Perceptions of Marijuana Use for Glaucoma from Patients, Cannabis Retailers, and Glaucoma Specialists.
Ophthalmol Glaucoma. 2020 Jul 03;:
Authors: Weldy EW, Stanley J, Koduri VA, McCourt EA, Patnaik JL, Kahook MY, Seibold LK
PURPOSE: As marijuana’s popularity continues to grow, patients with glaucoma will encounter conflicting opinions on marijuana’s role in glaucoma therapy. This study seeks to define the differing perceptions among glaucoma specialists, medical marijuana dispensaries, and glaucoma patients in a state with legalized marijuana.
DESIGN: Cross-sectional study.
PARTICIPANTS: Medical marijuana dispensaries in Colorado, members of the American Glaucoma Society (AGS), and patients with glaucoma at the University of Colorado glaucoma clinic.
METHODS: First, medical marijuana dispensary employees were surveyed using a mystery call approach and a brief phone script. Dispensary employees were questioned as to whether marijuana was recommended and whether marijuana was safe and effective. Second, a self-administered survey was distributed to AGS members to determine the history of recommending marijuana and influencing factors for or against this recommendation. Third, the self-administered glaucoma patient survey assessed demographics, history of glaucoma, knowledge and rate of marijuana use, and perceptions of marijuana use. All surveys were conducted from October 2018 to March 2019.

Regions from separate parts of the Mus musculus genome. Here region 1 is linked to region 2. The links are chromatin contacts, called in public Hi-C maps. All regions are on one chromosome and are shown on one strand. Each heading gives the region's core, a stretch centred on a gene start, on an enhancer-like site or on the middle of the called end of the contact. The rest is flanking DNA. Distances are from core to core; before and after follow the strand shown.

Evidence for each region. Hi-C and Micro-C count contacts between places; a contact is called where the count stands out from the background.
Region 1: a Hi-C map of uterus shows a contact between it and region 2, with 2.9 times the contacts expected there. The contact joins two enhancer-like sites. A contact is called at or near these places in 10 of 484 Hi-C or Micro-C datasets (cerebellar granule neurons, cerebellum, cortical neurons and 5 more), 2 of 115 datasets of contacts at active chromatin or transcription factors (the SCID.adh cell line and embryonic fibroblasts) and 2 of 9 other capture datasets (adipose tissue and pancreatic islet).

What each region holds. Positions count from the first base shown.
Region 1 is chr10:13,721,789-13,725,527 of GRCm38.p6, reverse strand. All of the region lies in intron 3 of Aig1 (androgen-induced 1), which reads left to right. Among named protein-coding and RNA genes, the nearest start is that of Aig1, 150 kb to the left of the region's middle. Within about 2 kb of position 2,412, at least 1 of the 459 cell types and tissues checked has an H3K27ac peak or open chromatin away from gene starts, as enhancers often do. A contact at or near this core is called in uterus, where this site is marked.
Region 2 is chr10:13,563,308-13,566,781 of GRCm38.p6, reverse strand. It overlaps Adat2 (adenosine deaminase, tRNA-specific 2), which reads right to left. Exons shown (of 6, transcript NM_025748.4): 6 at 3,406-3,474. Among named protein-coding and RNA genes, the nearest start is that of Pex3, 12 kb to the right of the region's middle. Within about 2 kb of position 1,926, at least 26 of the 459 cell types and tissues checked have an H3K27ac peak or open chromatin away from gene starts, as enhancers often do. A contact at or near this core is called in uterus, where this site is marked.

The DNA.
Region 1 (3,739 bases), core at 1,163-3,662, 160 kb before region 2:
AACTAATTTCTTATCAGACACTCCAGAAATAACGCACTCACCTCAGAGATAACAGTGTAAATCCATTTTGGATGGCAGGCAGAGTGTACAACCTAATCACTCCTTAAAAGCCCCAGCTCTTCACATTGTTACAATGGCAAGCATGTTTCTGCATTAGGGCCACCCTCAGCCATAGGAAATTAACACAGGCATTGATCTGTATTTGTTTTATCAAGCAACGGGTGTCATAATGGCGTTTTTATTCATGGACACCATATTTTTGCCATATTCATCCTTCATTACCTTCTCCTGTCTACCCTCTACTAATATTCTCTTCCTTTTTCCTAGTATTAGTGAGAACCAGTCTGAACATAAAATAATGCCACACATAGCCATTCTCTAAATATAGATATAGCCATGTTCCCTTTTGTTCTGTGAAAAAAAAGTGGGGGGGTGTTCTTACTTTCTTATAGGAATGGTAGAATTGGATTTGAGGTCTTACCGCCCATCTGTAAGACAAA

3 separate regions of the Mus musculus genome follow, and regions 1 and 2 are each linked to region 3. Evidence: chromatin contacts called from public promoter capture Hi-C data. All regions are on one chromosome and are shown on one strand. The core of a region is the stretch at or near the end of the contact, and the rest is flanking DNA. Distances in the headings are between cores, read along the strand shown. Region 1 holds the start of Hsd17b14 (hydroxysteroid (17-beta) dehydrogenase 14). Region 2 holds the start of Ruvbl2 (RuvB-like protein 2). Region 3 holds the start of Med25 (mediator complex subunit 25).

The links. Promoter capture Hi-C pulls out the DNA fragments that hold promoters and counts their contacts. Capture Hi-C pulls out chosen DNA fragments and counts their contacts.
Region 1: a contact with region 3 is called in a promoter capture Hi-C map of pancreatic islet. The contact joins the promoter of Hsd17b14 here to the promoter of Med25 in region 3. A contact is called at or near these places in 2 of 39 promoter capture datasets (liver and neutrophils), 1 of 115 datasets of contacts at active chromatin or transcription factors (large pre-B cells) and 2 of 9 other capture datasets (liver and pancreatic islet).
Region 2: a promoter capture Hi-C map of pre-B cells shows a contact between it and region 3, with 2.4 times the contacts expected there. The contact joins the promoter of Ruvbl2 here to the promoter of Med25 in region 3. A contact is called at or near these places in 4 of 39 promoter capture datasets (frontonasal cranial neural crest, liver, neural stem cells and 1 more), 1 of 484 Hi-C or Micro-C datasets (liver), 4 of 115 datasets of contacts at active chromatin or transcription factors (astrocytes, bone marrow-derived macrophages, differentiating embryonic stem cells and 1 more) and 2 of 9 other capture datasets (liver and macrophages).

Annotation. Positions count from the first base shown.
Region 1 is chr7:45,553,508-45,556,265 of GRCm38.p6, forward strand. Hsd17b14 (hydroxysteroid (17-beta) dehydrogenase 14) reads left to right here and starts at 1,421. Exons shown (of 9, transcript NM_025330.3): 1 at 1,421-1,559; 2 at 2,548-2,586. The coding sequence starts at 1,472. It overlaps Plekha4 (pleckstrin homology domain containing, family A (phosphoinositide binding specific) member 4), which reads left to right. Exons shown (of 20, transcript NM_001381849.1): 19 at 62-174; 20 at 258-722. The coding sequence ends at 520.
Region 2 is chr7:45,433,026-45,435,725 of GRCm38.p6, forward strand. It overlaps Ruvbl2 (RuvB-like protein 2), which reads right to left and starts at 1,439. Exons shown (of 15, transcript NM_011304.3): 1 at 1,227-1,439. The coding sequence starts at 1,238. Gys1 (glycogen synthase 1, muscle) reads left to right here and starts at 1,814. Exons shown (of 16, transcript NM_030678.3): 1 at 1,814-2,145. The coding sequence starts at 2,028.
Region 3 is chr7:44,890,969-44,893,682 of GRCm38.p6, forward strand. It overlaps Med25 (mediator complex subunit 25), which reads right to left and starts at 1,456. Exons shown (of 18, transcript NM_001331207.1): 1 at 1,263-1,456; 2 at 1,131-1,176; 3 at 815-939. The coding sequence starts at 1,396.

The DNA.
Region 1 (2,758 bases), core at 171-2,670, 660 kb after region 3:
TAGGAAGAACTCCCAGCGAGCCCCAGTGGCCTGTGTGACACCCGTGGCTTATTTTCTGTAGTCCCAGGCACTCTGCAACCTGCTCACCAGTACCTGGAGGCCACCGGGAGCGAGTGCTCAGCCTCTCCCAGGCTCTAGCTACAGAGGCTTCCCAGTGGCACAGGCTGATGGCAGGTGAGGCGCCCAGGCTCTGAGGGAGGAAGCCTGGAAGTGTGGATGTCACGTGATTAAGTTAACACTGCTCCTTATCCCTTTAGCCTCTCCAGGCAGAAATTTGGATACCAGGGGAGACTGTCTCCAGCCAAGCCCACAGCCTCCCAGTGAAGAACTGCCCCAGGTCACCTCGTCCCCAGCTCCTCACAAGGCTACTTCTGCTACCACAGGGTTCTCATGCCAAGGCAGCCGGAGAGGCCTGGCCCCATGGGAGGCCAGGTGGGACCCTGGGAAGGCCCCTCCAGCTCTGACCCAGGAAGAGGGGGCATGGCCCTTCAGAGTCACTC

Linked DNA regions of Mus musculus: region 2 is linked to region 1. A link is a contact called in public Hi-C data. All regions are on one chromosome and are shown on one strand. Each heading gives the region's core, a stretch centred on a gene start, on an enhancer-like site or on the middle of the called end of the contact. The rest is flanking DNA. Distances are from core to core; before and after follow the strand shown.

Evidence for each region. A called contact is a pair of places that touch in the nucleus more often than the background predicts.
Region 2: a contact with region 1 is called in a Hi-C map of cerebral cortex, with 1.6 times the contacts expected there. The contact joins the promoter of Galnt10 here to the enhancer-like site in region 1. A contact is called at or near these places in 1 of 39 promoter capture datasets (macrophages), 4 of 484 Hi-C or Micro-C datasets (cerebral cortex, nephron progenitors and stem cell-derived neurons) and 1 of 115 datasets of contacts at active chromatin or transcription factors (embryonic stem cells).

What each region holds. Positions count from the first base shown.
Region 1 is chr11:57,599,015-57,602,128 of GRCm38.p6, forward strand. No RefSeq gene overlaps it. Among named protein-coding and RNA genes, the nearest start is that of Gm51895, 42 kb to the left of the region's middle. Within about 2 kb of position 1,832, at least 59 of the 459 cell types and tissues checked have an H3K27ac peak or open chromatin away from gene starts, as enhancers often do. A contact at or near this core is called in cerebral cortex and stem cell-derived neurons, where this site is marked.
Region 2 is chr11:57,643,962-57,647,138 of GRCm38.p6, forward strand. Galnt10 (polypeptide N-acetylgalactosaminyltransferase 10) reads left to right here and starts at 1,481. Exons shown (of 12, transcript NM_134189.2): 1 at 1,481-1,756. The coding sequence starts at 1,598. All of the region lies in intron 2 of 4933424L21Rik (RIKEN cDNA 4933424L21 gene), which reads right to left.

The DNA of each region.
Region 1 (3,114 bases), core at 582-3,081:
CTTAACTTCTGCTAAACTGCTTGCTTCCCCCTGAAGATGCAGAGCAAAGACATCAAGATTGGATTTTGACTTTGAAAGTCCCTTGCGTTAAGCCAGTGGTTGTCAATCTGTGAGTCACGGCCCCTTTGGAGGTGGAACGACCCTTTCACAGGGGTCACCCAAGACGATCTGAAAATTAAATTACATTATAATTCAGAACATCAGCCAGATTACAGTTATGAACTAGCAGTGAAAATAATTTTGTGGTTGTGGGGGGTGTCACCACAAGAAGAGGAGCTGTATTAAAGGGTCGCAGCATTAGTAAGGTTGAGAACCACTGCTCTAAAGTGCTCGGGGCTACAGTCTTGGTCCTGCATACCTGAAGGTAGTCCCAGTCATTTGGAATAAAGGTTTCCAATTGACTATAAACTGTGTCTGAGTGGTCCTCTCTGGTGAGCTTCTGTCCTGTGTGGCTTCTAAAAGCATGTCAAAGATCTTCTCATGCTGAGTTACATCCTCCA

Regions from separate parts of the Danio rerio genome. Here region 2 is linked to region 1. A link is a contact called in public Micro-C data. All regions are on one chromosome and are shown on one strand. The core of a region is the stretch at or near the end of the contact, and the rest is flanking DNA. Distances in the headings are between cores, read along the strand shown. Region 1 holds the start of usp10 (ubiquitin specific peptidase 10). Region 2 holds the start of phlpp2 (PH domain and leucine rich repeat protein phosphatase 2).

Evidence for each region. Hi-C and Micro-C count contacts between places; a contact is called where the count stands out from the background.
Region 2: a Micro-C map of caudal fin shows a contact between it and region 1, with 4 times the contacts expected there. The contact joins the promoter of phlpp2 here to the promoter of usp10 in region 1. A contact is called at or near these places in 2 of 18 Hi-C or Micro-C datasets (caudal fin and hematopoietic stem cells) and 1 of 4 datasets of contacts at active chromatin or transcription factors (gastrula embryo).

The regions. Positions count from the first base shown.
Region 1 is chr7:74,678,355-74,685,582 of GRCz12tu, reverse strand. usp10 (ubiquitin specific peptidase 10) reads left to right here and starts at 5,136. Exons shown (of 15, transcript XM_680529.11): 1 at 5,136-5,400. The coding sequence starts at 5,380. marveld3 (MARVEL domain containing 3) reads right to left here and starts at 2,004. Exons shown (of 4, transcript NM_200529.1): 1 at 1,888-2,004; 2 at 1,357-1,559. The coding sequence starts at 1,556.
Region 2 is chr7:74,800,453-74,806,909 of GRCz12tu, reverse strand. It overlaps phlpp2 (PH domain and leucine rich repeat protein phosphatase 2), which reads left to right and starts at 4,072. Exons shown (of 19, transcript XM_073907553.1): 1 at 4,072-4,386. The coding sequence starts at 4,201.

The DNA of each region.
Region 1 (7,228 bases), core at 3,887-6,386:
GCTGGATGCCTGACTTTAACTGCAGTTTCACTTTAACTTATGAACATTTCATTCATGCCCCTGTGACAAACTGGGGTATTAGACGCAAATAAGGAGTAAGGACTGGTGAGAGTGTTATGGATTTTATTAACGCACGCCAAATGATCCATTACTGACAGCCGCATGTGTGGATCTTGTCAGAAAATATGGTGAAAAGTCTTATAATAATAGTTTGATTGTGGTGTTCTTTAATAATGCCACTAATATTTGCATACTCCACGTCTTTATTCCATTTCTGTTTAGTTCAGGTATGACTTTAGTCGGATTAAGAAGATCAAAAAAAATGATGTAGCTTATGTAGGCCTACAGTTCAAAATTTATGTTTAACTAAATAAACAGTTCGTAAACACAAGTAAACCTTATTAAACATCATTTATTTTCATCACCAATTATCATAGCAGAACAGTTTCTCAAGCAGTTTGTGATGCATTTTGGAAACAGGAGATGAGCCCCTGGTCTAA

MAIN OUTCOME MEASURES: The proportion of medical marijuana dispensaries and glaucoma specialists recommending marijuana for the treatment of glaucoma, and the proportion of patients with glaucoma using marijuana as a treatment for glaucoma.
RESULTS: A total of 203 of the 300 medical marijuana dispensaries called were successfully contacted (68%). Of these, 103 respondents (51%) recommended marijuana products for the treatment of glaucoma. The remaining 100 (49%) deferred making a recommendation or were unsure. Of the 1308 AGS members, 290 (22%) responded to the survey. Twenty-two respondents (7.6%) reported that they had recommended marijuana for the treatment of glaucoma, with the majority of these (86.4%) having done so infrequently. Among the 231 respondents with glaucoma, most (58.9%) had heard about the possible use of marijuana for glaucoma, but only 2.6% had used marijuana as a treatment for glaucoma.
CONCLUSIONS: Few glaucoma specialists have recommended marijuana as a treatment for glaucoma, and an even smaller percentage of patients report its use as a treatment for their glaucoma. In contrast, many marijuana dispensary employees endorse its use. As legal access and public acceptance of marijuana escalate, physicians should be aware of these perceptions when educating patients.
PMID: 32782211 [PubMed – as supplied by publisher]
Source: ncbi 2
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